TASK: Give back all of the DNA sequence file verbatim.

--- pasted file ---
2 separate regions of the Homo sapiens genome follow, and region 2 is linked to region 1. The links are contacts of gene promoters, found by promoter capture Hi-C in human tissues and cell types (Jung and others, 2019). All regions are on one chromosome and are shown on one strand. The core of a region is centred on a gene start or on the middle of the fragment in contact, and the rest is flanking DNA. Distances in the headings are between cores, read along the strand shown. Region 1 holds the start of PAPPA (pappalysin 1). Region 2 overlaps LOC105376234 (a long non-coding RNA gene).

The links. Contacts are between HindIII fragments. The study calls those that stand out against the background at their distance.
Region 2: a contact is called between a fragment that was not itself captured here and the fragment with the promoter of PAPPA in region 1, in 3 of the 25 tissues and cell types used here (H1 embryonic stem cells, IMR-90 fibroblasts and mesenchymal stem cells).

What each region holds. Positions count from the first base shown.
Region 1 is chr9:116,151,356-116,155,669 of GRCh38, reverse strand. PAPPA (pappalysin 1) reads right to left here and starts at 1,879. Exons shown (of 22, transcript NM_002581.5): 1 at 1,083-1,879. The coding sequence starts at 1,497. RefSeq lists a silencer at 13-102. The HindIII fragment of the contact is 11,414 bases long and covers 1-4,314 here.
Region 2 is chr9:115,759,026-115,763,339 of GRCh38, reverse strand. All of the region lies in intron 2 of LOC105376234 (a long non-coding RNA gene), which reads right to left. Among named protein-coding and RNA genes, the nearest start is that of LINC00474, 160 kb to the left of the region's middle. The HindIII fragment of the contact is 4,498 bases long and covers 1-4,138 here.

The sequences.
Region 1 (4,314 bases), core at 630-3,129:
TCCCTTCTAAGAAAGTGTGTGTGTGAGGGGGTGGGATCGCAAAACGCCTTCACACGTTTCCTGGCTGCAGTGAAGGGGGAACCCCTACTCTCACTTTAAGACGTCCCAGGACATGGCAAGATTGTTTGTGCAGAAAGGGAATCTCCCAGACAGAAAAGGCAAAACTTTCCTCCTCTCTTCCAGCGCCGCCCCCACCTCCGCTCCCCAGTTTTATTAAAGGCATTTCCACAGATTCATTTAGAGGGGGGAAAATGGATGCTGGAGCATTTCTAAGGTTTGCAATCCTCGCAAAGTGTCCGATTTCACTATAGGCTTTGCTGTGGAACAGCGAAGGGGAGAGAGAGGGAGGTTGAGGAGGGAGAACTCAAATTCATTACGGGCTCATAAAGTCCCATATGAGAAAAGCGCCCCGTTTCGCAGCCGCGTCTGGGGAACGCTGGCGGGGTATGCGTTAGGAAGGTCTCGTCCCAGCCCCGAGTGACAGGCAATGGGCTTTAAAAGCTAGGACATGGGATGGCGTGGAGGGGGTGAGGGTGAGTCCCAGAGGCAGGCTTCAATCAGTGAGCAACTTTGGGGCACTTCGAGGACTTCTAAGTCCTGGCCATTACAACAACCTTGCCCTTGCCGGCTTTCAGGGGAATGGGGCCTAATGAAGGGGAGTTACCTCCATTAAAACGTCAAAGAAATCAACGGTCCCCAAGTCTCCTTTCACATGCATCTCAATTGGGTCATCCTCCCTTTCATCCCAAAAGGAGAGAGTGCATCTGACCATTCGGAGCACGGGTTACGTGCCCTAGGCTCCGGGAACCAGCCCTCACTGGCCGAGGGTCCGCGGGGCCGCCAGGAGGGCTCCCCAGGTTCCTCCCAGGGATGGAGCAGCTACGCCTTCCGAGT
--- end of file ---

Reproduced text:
2 separate regions of the Homo sapiens genome follow, and region 2 is linked to region 1. The links are contacts of gene promoters, found by promoter capture Hi-C in human tissues and cell types (Jung and others, 2019). All regions are on one chromosome and are shown on one strand. The core of a region is centred on a gene start or on the middle of the fragment in contact, and the rest is flanking DNA. Distances in the headings are between cores, read along the strand shown. Region 1 holds the start of PAPPA (pappalysin 1). Region 2 overlaps LOC105376234 (a long non-coding RNA gene).

The links. Contacts are between HindIII fragments. The study calls those that stand out against the background at their distance.
Region 2: a contact is called between a fragment that was not itself captured here and the fragment with the promoter of PAPPA in region 1, in 3 of the 25 tissues and cell types used here (H1 embryonic stem cells, IMR-90 fibroblasts and mesenchymal stem cells).

What each region holds. Positions count from the first base shown.
Region 1 is chr9:116,151,356-116,155,669 of GRCh38, reverse strand. PAPPA (pappalysin 1) reads right to left here and starts at 1,879. Exons shown (of 22, transcript NM_002581.5): 1 at 1,083-1,879. The coding sequence starts at 1,497. RefSeq lists a silencer at 13-102. The HindIII fragment of the contact is 11,414 bases long and covers 1-4,314 here.
Region 2 is chr9:115,759,026-115,763,339 of GRCh38, reverse strand. All of the region lies in intron 2 of LOC105376234 (a long non-coding RNA gene), which reads right to left. Among named protein-coding and RNA genes, the nearest start is that of LINC00474, 160 kb to the left of the region's middle. The HindIII fragment of the contact is 4,498 bases long and covers 1-4,138 here.

The sequences.
Region 1 (4,314 bases), core at 630-3,129:
TCCCTTCTAAGAAAGTGTGTGTGTGAGGGGGTGGGATCGCAAAACGCCTTCACACGTTTCCTGGCTGCAGTGAAGGGGGAACCCCTACTCTCACTTTAAGACGTCCCAGGACATGGCAAGATTGTTTGTGCAGAAAGGGAATCTCCCAGACAGAAAAGGCAAAACTTTCCTCCTCTCTTCCAGCGCCGCCCCCACCTCCGCTCCCCAGTTTTATTAAAGGCATTTCCACAGATTCATTTAGAGGGGGGAAAATGGATGCTGGAGCATTTCTAAGGTTTGCAATCCTCGCAAAGTGTCCGATTTCACTATAGGCTTTGCTGTGGAACAGCGAAGGGGAGAGAGAGGGAGGTTGAGGAGGGAGAACTCAAATTCATTACGGGCTCATAAAGTCCCATATGAGAAAAGCGCCCCGTTTCGCAGCCGCGTCTGGGGAACGCTGGCGGGGTATGCGTTAGGAAGGTCTCGTCCCAGCCCCGAGTGACAGGCAATGGGCTTTAAAAGCTAGGACATGGGATGGCGTGGAGGGGGTGAGGGTGAGTCCCAGAGGCAGGCTTCAATCAGTGAGCAACTTTGGGGCACTTCGAGGACTTCTAAGTCCTGGCCATTACAACAACCTTGCCCTTGCCGGCTTTCAGGGGAATGGGGCCTAATGAAGGGGAGTTACCTCCATTAAAACGTCAAAGAAATCAACGGTCCCCAAGTCTCCTTTCACATGCATCTCAATTGGGTCATCCTCCCTTTCATCCCAAAAGGAGAGAGTGCATCTGACCATTCGGAGCACGGGTTACGTGCCCTAGGCTCCGGGAACCAGCCCTCACTGGCCGAGGGTCCGCGGGGCCGCCAGGAGGGCTCCCCAGGTTCCTCCCAGGGATGGAGCAGCTACGCCTTCCGAGT